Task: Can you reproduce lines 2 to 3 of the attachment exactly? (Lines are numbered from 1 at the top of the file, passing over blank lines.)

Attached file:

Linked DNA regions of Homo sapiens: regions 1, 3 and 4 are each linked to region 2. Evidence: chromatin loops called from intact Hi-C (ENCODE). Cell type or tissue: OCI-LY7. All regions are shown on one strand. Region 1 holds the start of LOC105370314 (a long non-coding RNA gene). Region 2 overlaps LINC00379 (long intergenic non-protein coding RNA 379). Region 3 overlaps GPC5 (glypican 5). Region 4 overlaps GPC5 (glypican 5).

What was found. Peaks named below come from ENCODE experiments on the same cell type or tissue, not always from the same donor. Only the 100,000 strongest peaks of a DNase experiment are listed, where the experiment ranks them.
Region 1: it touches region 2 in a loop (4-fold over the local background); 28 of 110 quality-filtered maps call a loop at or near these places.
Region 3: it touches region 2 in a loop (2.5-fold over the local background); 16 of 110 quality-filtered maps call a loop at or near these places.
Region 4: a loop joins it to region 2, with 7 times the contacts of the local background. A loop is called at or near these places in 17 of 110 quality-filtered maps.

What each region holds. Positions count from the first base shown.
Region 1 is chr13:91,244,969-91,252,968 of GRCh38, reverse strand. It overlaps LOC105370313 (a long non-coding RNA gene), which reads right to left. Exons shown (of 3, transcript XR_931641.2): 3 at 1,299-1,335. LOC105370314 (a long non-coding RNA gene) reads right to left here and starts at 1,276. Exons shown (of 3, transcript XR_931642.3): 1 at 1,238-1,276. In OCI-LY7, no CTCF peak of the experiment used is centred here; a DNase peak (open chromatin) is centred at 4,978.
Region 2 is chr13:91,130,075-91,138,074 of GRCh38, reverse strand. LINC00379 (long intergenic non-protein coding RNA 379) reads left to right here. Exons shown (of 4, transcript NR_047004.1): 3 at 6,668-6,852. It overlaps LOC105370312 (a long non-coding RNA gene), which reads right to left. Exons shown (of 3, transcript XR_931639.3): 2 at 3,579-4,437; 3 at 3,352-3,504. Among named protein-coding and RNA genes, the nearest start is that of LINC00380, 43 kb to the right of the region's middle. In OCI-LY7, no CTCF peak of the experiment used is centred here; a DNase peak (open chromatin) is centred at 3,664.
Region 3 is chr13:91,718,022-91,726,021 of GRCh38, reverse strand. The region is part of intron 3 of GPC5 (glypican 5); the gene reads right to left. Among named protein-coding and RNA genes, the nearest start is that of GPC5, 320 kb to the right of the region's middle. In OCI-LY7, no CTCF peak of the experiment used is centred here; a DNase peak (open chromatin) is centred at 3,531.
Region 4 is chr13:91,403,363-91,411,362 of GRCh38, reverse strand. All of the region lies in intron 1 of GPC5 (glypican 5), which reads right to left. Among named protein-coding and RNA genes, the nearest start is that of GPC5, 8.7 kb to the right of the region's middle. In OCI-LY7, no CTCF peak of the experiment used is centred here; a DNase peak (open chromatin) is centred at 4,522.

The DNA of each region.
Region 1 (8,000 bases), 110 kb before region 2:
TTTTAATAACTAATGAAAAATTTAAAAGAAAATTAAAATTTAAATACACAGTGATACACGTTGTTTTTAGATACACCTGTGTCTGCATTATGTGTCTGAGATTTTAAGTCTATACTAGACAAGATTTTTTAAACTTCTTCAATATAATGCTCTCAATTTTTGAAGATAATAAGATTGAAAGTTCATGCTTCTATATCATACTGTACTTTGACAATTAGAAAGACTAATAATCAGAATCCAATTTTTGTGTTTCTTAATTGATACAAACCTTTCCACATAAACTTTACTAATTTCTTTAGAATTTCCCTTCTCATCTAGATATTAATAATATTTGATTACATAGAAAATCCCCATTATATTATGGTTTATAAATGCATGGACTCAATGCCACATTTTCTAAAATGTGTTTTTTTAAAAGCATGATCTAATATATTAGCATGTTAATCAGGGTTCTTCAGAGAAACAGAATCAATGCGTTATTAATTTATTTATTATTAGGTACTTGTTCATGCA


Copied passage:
What was found. Peaks named below come from ENCODE experiments on the same cell type or tissue, not always from the same donor. Only the 100,000 strongest peaks of a DNase experiment are listed, where the experiment ranks them.
Region 1: it touches region 2 in a loop (4-fold over the local background); 28 of 110 quality-filtered maps call a loop at or near these places.